Propagate Hostas Without Breaking Your Back!


There are two types of gardeners in the world: clumpers and splitters. I admit it-I am a clumper. I cringe at the idea of cutting my babies up into pieces. I would rather leave them alone so they can get big. Wait, not big-huge. I want huge Hostas. Digging them up and dividing them can set them back and, to be honest, I do not like doing that because it takes some varieties forever to reach a good size. A solution I came up with is minimally invasive, and it does not set my Hosta back like digging up the entire clump does. This is perfect if you want to share a small piece or if you need a few eyes for a project. You can take off more than I have shown, I just prefer to keep it to a minimum. Just a note: I do this in Spring before the Hostas leaf out so I can see what I am doing, but you can do it at any time of year.
Here is what you need:
1. A nice clump of Hosta.
2. Shovel that is cleaned and sanitized. I recommend this due to Hosta Virus X a disease that affects and spreads among Hosta. (I recommend you read about HVX at this link: http://www.inthecountrygardenandgifts.com/articles/hosta_virus_x.php)
3. Something to plant your eyes in.
Here are the steps:
1. Find a clump of Hosta you want to propagate, I chose this one:
2. Find an eye or set of eyes toward the outer edge and use your finger to clear a spot between the eyes like this:
3. Take your shovel and place it in the spot you marked:
4. Push down on the shovel and cut through the Hosta to release the eyes:
5. Move the shovel around the eyes you are removing to cut through and loosen them. Make sure to be far enough out to get some roots:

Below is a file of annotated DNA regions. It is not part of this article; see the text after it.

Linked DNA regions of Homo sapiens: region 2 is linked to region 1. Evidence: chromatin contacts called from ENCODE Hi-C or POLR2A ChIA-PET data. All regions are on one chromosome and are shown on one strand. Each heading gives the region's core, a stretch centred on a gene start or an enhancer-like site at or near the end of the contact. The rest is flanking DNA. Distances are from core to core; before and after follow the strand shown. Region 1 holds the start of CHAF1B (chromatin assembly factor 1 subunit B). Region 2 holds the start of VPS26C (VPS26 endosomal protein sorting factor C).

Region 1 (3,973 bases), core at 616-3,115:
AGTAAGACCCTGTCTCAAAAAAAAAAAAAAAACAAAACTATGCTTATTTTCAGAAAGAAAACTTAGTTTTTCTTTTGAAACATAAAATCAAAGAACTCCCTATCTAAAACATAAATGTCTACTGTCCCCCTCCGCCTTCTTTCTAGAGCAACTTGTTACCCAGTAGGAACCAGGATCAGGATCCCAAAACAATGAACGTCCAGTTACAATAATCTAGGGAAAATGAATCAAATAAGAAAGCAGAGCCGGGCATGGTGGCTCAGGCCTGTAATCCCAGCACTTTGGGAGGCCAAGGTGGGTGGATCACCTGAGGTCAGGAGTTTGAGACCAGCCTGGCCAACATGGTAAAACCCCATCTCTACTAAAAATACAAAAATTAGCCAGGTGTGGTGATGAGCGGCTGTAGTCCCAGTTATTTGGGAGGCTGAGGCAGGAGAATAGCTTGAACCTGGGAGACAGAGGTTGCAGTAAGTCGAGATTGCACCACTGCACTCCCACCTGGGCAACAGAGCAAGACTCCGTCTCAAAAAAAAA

6. When you have cut around it gently lift it with the shovel:
7. Or your Hand if it's easier:-)
8. Replace dirt that came out and pack it gently:
9. Pot the eyes up for when you need them-keep them well watered until you find them a new home.
That is all there is to it-you could even use a hand trowel if you wanted too. Visit my blog or my website http://www.sproutsandstuff.com/ for more tips and Happy Planting!.
Rhonda B

Want more details about this and other DIY projects? Check out my blog post!

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Have a question about this project?

3 of 38 questions
  • Judith DeMello
    on Oct 9, 2019

    Can this be done in the fall?

    • Em
      on Mar 29, 2020

      Spring or fall. In the fall just cut leaves to the ground.

  • Julie Copeland Moore
    on Oct 30, 2019

    Do hostas grow year round??

    • Katherine L Carlton
      on Jan 23, 2020

      Absolutely. They will be underground and invisible during cold weather, but they come back every spring with no human assistance.

  • Lori
    on Mar 28, 2020

    I live in New England and have many varieties of hostas. I love them. I was wondering if anyone knows how they grow in Florida? and do they 'die off' at a particular time of the year like they do in the north? Or do they stay green year round?

    • Terri Cull
      on May 21, 2020

      I'm in Louisiana. They die off in winter and come back every spring. Just like they did for me in Virginia.


Join the conversation

3 of 201 comments
  • Barbara Bill Scurlock
    on Mar 29, 2020

    I’m from New England where they did grow very well. I live in Texas now and during the summer mine do not do very well. I’ll will try your technique so I can at least enjoy more of them part of the year.

    • Karen
      on Apr 13, 2020

      Be sure to plant them in a shady area. I planted mine in a sunny spot and they didn't do well at all. I moved them around to the back of my house where there is a lot of shade, and they did much better.

  • Jackie
    on May 20, 2020

    I live in N Texas and my Hostas look great for 9 months out of the year. When it gets cold, they lose their leaves and go completely dormant. My are in a shade garden under trees. They receive a little dappled sunlight.

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